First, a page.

Micro Four Thirds vs. Full Frame Nikon (Fx) – Part 1

I have seen many discuss how the Micro Four Thirds format compares to Full Frame. Now first of all, I understand all the arguments around the fact that “Full Frame” itself could be described as a cropped format so that aside, I think the comparison happens due to the fact that they are two popular formats and people like to compare things to either help them make a decision or to validate a purchase.

I have been using a Micro Four Thirds camera since the Panasonic GF1 which I loved for many reasons, although on reflection I did find the output from it a little muted for my tastes. But it was my first serious camera and one of the main things I loved about it was simply the fact that it had great IQ in a body that didn’t look like your typical bloated consumer DSLR. As a result of the GF1 I became a fan of m43 and the Olympus EM5 was the camera I really fell in love with. I bought it as soon as it came out and that in itself is testament to how much I wanted it as I tend to wait a while before buying anything. But with the EM5, it was a perfect combo of form and function. Yes the buttons were a bit squishy but the weatherproofing more than made up for it. And yes, some of the buttons were in odd locations but I adapted.

Iguana at Shepreth Wildlife Park
An example from the EM5 coupled with the Panasonic Leica 45mm f2.8

Then the final piece of the puzzle that has led me to have a good idea of the pros and cons of both formats was my purchase of the Nikon Df a few years ago. Again, this was a camera I found attractive as it combined such an amazing sensor in a body that wasn’t too bloated and heavy. As most of my photography involves travel, I love any camera that gives great IQ without having to drag around many kg’s of weight.

A shot at the local aquarium with the Nikon Df and 50mm f1.8D
A shot at the local aquarium with the Nikon Df and 50mm f1.8D

I have used these camera a lot with most likely 100,000+ pictures taken and have given me a solid grasp of what each format excels at and in summary I think both have their place, and each have their strengths and weaknesses and as photography is a recreational hobby for me I think it’s good to be honest and say the only person that actually notices the difference in my photographs… is me. 🙂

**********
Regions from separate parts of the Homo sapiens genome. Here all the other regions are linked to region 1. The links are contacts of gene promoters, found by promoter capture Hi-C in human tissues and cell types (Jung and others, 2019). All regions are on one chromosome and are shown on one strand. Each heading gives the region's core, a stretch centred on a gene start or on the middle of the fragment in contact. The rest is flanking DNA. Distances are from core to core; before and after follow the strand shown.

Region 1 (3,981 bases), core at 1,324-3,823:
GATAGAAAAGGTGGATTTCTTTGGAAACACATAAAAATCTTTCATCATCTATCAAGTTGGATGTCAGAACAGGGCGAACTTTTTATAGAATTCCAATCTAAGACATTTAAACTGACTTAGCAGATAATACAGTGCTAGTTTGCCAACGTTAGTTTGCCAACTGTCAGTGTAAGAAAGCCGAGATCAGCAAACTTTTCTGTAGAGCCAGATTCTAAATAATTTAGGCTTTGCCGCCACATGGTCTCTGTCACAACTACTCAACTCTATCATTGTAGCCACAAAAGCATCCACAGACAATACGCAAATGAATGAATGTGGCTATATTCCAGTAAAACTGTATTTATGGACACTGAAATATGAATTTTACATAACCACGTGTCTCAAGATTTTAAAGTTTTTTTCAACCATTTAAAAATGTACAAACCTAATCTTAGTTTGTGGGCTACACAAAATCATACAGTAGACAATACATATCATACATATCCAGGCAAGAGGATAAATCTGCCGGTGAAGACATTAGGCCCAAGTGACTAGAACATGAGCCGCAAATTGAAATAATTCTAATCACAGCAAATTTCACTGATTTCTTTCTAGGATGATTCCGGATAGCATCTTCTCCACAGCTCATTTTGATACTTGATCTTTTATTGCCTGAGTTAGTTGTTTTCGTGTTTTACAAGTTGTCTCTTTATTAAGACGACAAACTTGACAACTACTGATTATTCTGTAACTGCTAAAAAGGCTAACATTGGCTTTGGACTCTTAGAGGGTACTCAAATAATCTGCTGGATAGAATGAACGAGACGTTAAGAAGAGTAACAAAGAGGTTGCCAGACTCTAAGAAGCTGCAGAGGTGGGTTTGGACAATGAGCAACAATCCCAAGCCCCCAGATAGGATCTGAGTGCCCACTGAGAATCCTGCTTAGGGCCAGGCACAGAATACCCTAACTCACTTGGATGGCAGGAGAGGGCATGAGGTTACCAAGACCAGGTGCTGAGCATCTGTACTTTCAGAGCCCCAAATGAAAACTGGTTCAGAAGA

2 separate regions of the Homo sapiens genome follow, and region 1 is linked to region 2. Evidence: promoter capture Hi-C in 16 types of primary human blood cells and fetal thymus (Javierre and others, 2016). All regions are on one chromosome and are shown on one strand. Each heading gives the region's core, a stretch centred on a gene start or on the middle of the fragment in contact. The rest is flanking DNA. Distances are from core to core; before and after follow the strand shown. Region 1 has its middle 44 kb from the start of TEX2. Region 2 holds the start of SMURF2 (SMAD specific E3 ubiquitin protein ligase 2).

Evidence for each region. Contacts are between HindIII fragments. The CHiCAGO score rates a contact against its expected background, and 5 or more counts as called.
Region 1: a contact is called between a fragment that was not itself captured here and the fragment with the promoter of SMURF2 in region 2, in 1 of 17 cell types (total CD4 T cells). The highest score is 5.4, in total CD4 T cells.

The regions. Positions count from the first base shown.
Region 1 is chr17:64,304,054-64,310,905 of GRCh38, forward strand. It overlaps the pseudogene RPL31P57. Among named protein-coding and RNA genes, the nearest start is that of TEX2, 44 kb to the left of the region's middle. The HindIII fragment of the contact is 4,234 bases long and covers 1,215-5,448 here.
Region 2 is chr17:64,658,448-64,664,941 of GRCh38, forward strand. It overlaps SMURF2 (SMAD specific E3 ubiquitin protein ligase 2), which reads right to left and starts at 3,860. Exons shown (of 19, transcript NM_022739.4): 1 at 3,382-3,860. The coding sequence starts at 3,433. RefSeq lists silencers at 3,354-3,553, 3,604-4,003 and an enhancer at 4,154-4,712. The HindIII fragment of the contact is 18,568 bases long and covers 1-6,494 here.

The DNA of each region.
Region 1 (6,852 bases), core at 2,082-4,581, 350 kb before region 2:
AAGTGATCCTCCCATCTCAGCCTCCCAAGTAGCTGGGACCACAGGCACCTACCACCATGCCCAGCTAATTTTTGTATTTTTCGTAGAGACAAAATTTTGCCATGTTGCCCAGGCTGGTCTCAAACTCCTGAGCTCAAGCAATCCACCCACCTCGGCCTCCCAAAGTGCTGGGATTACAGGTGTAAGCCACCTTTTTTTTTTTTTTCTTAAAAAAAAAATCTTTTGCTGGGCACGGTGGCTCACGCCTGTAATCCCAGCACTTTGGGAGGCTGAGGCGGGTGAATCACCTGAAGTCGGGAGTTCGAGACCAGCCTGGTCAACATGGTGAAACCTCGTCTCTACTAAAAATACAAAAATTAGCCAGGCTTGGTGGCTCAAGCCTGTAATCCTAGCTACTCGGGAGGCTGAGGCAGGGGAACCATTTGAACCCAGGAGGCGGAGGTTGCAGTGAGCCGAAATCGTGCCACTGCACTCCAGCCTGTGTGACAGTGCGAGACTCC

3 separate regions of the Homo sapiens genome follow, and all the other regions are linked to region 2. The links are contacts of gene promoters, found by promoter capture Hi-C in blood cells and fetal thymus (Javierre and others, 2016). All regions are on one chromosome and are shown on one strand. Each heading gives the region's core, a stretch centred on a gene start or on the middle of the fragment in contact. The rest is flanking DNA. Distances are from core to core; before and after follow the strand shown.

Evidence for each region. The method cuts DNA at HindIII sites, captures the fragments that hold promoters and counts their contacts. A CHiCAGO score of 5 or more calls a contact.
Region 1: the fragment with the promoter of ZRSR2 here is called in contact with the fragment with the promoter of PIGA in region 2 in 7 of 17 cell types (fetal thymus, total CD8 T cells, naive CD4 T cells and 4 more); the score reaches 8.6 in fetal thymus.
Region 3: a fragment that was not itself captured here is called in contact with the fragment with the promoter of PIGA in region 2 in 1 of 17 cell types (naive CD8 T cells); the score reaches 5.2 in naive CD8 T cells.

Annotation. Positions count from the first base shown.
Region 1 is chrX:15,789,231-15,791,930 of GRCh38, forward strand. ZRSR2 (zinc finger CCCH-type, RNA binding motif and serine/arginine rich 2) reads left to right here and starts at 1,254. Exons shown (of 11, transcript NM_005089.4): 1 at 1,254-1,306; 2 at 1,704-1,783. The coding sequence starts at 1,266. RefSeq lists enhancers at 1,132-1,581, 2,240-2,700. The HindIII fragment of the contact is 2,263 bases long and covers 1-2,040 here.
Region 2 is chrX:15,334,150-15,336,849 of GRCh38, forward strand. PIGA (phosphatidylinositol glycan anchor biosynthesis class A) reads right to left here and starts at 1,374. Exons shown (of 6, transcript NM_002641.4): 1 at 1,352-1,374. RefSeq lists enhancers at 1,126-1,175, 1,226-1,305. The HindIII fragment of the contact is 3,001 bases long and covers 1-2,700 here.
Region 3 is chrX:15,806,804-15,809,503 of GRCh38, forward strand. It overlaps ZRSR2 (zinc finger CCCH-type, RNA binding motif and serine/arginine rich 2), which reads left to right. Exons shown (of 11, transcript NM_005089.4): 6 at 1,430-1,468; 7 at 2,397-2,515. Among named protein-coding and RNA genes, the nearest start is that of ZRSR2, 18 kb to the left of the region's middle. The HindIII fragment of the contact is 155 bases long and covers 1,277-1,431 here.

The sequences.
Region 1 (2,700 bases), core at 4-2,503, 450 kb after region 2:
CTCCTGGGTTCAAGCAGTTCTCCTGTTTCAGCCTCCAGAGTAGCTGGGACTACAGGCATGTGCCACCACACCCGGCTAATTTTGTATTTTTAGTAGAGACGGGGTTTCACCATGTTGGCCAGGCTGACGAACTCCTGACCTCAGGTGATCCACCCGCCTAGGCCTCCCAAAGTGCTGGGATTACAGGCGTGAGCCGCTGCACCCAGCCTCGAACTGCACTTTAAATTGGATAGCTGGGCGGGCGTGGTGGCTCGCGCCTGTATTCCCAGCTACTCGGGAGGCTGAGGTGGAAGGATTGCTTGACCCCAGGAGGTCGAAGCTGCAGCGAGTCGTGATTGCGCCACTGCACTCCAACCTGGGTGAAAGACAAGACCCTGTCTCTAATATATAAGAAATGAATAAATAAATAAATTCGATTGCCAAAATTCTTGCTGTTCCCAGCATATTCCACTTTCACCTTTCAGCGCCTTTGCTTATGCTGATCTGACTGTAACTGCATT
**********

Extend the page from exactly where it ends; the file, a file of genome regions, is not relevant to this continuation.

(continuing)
At the more expensive end of m43 lens, this was shot with the Olympus 40-150mm f2.8 PRO
At the more expensive end of m43 lens, this was shot with the Olympus 40-150mm f2.8 PRO

But I realize many people wonder debate over which format to go with so below I have went into a little detail on different areas of each system and pros and cons:

Focus and AF systems

Interestingly one of my main interests is aviation/airshow photography. It is a hobby I have shared with my father since childhood and find it quite therapeutic trying to capture that perfect shot. With that in mind, it might surprise people that my first reasonably serious camera after the GF1 was the Olympus EM5. But I loved the look of it from the moment and coupled with the 100-300mm Panasonic I learnt a huge amount about the workings of the EM5 and how to get the most out of it. So I think my advantage at that time was I couldn’t compare between contrast AF and phase detect AF, which was probably a good thing as I now know the rate of keepers with the EM5 was probably around 20% vs 90%+ with the Nikon Df.

Below are some samples with the EM5 combined with the Panasonic 100-300mm and 45mm f2.8 Macro:

Some of the main issues with the Olympus when it comes to C-AF were the blackout when you took a picture and trying to quickly work out what had happened directly afterwards coupled with the challenges of using C-AF which was ok… but not great. With a lot of practice I got some shots I was quite proud of but I can now say having used the Nikon Df (which itself was given a pretty hard time on its AF performance) at a couple of airshows is that the EM5 c-af doesn’t get anywhere close to phase detect. I know that might be slowly changing with the likes of Sony making great strides with C-AF but I still think for fast moving action, I would prefer to have my Nikon with me. I am not sure with the new Olympus 300mm f4 and the Panasonic Leica 100-400mm whether these improve things any but I am under the impression for at least the short term, reliable af tracking is still a couple of generations away.

For subjective comparison, below are some taken with the Df combined with the Tamron 150-600mm and Sigma C 150-600mm:

Winner: Nikon Df/Fx

Build quality

Now this is specific to each camera and not representative of a format as a whole. I love the compact, but high build quality of the EM5. You can throw it in a bag and not worry about it. The only part of it that has consistently failed me was the eyepiece around the viewfinder… that thing must have broken off around 5 times. Thankfully replacements are easily found but a nuisance to have to pay for. The Nikon Df by comparison does not suffer from the particular problem but does have its own issues – namely the rubber grips that have slowly moved their way across the camera from their original placement giving a sort of sad looking sag to the front of it! It doesn’t affect the use at all, its mostly just annoying and obviously affects any resale value. The paint on the Df has also rubbed off over time which I don’t mind as it has been quite heavily used.  The final issue with the Df that I have not experienced with Micro Four Thirds is oil on the sensor. I didn’t notice until someone pointed it out but my Df after around 6 months of use had a sizeable build up of dirt or oil that I cleaned off with a little device that was recommended via a dpreview forum.

Winner: Olympus EM5/Micro Four Thirds

Please follow this link to part 2 of this article

Use Facebook to Comment on this Post